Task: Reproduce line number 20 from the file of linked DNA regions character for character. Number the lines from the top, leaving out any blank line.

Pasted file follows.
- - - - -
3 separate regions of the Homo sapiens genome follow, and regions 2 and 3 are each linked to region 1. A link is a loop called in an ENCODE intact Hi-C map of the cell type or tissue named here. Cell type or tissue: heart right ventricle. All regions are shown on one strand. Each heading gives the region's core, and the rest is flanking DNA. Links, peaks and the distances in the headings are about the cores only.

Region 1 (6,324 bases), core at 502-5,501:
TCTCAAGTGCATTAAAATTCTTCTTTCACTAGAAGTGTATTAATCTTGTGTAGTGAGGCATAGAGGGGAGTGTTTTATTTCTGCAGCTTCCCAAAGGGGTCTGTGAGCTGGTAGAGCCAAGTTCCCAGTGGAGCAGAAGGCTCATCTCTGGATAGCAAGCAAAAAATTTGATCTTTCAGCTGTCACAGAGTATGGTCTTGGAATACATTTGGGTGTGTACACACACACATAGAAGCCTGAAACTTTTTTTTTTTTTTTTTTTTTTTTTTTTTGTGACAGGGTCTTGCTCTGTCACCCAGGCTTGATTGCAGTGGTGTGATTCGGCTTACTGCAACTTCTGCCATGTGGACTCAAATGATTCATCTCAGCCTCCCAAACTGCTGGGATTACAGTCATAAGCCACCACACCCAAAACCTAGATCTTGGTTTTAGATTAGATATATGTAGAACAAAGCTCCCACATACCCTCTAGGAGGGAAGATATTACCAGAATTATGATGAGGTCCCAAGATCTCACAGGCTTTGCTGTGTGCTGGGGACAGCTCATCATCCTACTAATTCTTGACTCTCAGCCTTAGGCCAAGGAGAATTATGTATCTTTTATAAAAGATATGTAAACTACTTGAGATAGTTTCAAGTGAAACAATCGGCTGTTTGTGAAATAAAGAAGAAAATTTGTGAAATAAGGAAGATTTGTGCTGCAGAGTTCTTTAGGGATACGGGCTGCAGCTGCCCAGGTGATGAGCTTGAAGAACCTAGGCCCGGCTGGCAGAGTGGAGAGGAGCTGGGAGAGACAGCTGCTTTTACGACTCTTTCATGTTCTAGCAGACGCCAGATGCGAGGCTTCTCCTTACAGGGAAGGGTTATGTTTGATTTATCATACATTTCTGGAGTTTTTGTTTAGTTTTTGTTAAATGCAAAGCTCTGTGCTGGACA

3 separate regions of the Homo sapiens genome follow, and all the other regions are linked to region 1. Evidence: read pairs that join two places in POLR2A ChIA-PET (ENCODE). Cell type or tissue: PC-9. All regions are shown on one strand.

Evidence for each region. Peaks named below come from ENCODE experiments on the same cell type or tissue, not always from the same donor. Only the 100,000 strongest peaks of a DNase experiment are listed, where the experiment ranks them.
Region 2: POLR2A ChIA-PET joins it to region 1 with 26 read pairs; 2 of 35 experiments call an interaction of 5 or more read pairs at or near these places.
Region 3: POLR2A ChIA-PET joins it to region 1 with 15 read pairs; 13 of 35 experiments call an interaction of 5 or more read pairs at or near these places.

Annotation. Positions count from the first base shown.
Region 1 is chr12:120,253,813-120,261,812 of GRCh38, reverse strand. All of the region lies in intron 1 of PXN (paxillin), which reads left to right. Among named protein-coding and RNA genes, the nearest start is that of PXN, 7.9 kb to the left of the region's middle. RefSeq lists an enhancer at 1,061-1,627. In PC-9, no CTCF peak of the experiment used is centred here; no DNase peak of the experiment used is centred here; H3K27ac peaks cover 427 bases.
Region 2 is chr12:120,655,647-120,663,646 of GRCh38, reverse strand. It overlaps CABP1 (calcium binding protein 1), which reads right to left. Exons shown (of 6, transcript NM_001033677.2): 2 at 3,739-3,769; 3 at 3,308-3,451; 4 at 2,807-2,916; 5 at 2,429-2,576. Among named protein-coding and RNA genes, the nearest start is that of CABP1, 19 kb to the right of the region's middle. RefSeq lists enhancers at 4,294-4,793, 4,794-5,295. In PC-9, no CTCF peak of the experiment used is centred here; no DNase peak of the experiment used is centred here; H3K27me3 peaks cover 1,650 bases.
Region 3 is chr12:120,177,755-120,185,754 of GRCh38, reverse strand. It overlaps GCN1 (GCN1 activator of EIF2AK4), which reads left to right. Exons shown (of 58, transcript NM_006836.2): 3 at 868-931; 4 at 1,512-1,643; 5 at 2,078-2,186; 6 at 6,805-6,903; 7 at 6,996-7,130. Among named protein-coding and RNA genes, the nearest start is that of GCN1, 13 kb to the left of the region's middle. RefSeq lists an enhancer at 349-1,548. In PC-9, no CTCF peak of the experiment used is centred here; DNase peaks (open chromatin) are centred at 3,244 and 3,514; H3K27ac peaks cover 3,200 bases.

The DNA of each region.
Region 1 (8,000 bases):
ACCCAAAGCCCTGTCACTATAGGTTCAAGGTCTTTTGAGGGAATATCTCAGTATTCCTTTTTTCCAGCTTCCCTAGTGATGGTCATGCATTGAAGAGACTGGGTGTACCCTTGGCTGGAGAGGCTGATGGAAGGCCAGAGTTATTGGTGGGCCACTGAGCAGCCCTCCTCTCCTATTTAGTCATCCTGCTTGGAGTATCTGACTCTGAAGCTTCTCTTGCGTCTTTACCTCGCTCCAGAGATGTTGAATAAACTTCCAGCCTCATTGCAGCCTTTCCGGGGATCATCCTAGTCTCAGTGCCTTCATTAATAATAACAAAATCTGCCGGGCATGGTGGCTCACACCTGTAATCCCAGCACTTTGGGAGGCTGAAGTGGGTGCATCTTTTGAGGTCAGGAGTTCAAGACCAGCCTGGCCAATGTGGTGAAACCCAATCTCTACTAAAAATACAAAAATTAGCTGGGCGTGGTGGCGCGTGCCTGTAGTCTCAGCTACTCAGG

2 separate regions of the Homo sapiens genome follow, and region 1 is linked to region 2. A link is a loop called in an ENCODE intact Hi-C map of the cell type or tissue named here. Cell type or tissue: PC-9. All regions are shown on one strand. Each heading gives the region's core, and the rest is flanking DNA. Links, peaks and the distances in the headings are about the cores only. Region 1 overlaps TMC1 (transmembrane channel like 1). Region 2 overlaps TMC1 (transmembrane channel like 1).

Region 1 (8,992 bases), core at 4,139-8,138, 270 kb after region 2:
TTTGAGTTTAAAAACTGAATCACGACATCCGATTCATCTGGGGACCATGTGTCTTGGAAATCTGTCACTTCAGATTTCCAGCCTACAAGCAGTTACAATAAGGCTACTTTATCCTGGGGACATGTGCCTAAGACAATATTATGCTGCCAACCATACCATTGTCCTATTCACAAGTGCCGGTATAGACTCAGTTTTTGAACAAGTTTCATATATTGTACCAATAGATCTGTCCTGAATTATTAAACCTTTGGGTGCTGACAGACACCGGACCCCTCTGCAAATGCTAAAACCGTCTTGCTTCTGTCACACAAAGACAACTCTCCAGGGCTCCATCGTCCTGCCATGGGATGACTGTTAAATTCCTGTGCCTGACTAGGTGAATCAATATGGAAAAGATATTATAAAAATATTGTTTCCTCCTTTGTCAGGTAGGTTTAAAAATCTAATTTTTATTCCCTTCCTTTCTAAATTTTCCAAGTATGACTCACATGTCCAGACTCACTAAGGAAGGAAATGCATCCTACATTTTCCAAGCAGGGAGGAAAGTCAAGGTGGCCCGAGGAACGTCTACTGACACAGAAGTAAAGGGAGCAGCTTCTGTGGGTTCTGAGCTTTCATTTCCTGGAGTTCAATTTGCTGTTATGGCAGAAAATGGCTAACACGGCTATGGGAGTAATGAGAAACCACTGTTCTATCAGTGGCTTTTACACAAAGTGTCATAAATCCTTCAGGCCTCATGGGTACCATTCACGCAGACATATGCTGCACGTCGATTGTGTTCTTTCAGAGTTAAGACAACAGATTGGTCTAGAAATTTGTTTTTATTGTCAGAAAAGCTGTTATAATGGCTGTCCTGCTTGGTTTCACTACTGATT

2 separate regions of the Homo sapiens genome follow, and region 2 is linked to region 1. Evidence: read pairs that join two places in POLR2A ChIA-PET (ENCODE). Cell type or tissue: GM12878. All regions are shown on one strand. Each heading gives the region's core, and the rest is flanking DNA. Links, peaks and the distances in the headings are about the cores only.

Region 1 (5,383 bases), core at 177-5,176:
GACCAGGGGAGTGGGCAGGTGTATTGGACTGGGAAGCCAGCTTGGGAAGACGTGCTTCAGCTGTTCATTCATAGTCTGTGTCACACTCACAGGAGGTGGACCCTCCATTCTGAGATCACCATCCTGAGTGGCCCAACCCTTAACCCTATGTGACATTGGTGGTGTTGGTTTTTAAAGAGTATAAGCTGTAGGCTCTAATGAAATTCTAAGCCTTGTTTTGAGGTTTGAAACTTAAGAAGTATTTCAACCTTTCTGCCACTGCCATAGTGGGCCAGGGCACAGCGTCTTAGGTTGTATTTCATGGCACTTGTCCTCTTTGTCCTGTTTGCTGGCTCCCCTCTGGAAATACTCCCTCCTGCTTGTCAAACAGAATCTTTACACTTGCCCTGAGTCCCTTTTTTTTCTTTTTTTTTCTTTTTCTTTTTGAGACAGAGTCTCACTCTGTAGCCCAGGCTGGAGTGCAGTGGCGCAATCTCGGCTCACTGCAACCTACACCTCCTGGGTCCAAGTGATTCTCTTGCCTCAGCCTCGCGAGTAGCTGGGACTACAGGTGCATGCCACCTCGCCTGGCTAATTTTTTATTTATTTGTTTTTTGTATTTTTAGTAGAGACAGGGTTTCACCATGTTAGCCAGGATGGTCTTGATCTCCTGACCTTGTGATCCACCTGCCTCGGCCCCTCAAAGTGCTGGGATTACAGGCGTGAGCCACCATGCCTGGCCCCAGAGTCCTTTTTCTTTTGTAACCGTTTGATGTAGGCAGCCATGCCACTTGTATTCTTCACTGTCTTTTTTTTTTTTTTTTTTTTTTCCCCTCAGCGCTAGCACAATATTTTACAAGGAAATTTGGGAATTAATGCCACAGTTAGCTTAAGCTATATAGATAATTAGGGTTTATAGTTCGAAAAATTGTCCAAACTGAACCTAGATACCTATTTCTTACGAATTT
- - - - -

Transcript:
GACCAGGGGAGTGGGCAGGTGTATTGGACTGGGAAGCCAGCTTGGGAAGACGTGCTTCAGCTGTTCATTCATAGTCTGTGTCACACTCACAGGAGGTGGACCCTCCATTCTGAGATCACCATCCTGAGTGGCCCAACCCTTAACCCTATGTGACATTGGTGGTGTTGGTTTTTAAAGAGTATAAGCTGTAGGCTCTAATGAAATTCTAAGCCTTGTTTTGAGGTTTGAAACTTAAGAAGTATTTCAACCTTTCTGCCACTGCCATAGTGGGCCAGGGCACAGCGTCTTAGGTTGTATTTCATGGCACTTGTCCTCTTTGTCCTGTTTGCTGGCTCCCCTCTGGAAATACTCCCTCCTGCTTGTCAAACAGAATCTTTACACTTGCCCTGAGTCCCTTTTTTTTCTTTTTTTTTCTTTTTCTTTTTGAGACAGAGTCTCACTCTGTAGCCCAGGCTGGAGTGCAGTGGCGCAATCTCGGCTCACTGCAACCTACACCTCCTGGGTCCAAGTGATTCTCTTGCCTCAGCCTCGCGAGTAGCTGGGACTACAGGTGCATGCCACCTCGCCTGGCTAATTTTTTATTTATTTGTTTTTTGTATTTTTAGTAGAGACAGGGTTTCACCATGTTAGCCAGGATGGTCTTGATCTCCTGACCTTGTGATCCACCTGCCTCGGCCCCTCAAAGTGCTGGGATTACAGGCGTGAGCCACCATGCCTGGCCCCAGAGTCCTTTTTCTTTTGTAACCGTTTGATGTAGGCAGCCATGCCACTTGTATTCTTCACTGTCTTTTTTTTTTTTTTTTTTTTTTCCCCTCAGCGCTAGCACAATATTTTACAAGGAAATTTGGGAATTAATGCCACAGTTAGCTTAAGCTATATAGATAATTAGGGTTTATAGTTCGAAAAATTGTCCAAACTGAACCTAGATACCTATTTCTTACGAATTT